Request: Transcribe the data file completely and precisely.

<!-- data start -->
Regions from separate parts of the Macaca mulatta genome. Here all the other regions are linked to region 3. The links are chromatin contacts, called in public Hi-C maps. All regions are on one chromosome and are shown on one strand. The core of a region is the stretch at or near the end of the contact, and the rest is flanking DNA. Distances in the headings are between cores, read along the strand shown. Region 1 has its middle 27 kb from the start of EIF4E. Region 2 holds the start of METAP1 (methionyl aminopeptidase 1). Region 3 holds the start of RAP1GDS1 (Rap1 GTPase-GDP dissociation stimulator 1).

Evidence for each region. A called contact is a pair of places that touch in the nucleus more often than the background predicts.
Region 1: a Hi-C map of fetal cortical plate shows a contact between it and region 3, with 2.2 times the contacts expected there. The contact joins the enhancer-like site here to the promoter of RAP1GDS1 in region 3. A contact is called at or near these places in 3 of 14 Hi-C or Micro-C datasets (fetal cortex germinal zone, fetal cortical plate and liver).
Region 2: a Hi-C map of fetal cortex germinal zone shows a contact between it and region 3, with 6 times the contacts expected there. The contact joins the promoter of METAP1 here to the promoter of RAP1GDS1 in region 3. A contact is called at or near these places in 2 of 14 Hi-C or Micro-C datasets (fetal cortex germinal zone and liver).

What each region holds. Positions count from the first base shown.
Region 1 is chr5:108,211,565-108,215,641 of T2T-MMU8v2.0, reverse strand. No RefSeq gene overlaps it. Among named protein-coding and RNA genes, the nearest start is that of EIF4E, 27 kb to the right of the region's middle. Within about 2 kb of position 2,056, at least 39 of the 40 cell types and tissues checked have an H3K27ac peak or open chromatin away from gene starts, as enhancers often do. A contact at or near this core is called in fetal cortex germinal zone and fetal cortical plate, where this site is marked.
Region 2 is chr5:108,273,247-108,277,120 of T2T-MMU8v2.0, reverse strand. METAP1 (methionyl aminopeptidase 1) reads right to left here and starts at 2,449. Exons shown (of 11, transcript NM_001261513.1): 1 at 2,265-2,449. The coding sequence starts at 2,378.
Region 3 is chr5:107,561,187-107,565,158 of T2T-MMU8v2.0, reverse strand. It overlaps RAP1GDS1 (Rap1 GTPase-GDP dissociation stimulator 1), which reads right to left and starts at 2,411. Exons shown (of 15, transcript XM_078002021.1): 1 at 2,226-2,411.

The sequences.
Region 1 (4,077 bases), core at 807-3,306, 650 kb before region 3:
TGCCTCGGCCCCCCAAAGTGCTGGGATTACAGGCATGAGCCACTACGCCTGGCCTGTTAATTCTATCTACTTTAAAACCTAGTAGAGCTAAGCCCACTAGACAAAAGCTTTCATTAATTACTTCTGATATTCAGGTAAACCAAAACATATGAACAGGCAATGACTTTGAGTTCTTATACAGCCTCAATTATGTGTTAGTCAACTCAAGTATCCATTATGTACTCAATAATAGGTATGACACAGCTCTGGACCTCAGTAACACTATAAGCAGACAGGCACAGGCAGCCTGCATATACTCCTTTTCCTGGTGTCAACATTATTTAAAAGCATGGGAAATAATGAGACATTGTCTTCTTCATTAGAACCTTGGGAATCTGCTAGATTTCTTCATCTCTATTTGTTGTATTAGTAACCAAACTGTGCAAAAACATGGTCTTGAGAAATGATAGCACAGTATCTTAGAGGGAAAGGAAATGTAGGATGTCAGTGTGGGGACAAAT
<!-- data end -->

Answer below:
Regions from separate parts of the Macaca mulatta genome. Here all the other regions are linked to region 3. The links are chromatin contacts, called in public Hi-C maps. All regions are on one chromosome and are shown on one strand. The core of a region is the stretch at or near the end of the contact, and the rest is flanking DNA. Distances in the headings are between cores, read along the strand shown. Region 1 has its middle 27 kb from the start of EIF4E. Region 2 holds the start of METAP1 (methionyl aminopeptidase 1). Region 3 holds the start of RAP1GDS1 (Rap1 GTPase-GDP dissociation stimulator 1).

Evidence for each region. A called contact is a pair of places that touch in the nucleus more often than the background predicts.
Region 1: a Hi-C map of fetal cortical plate shows a contact between it and region 3, with 2.2 times the contacts expected there. The contact joins the enhancer-like site here to the promoter of RAP1GDS1 in region 3. A contact is called at or near these places in 3 of 14 Hi-C or Micro-C datasets (fetal cortex germinal zone, fetal cortical plate and liver).
Region 2: a Hi-C map of fetal cortex germinal zone shows a contact between it and region 3, with 6 times the contacts expected there. The contact joins the promoter of METAP1 here to the promoter of RAP1GDS1 in region 3. A contact is called at or near these places in 2 of 14 Hi-C or Micro-C datasets (fetal cortex germinal zone and liver).

What each region holds. Positions count from the first base shown.
Region 1 is chr5:108,211,565-108,215,641 of T2T-MMU8v2.0, reverse strand. No RefSeq gene overlaps it. Among named protein-coding and RNA genes, the nearest start is that of EIF4E, 27 kb to the right of the region's middle. Within about 2 kb of position 2,056, at least 39 of the 40 cell types and tissues checked have an H3K27ac peak or open chromatin away from gene starts, as enhancers often do. A contact at or near this core is called in fetal cortex germinal zone and fetal cortical plate, where this site is marked.
Region 2 is chr5:108,273,247-108,277,120 of T2T-MMU8v2.0, reverse strand. METAP1 (methionyl aminopeptidase 1) reads right to left here and starts at 2,449. Exons shown (of 11, transcript NM_001261513.1): 1 at 2,265-2,449. The coding sequence starts at 2,378.
Region 3 is chr5:107,561,187-107,565,158 of T2T-MMU8v2.0, reverse strand. It overlaps RAP1GDS1 (Rap1 GTPase-GDP dissociation stimulator 1), which reads right to left and starts at 2,411. Exons shown (of 15, transcript XM_078002021.1): 1 at 2,226-2,411.

The sequences.
Region 1 (4,077 bases), core at 807-3,306, 650 kb before region 3:
TGCCTCGGCCCCCCAAAGTGCTGGGATTACAGGCATGAGCCACTACGCCTGGCCTGTTAATTCTATCTACTTTAAAACCTAGTAGAGCTAAGCCCACTAGACAAAAGCTTTCATTAATTACTTCTGATATTCAGGTAAACCAAAACATATGAACAGGCAATGACTTTGAGTTCTTATACAGCCTCAATTATGTGTTAGTCAACTCAAGTATCCATTATGTACTCAATAATAGGTATGACACAGCTCTGGACCTCAGTAACACTATAAGCAGACAGGCACAGGCAGCCTGCATATACTCCTTTTCCTGGTGTCAACATTATTTAAAAGCATGGGAAATAATGAGACATTGTCTTCTTCATTAGAACCTTGGGAATCTGCTAGATTTCTTCATCTCTATTTGTTGTATTAGTAACCAAACTGTGCAAAAACATGGTCTTGAGAAATGATAGCACAGTATCTTAGAGGGAAAGGAAATGTAGGATGTCAGTGTGGGGACAAAT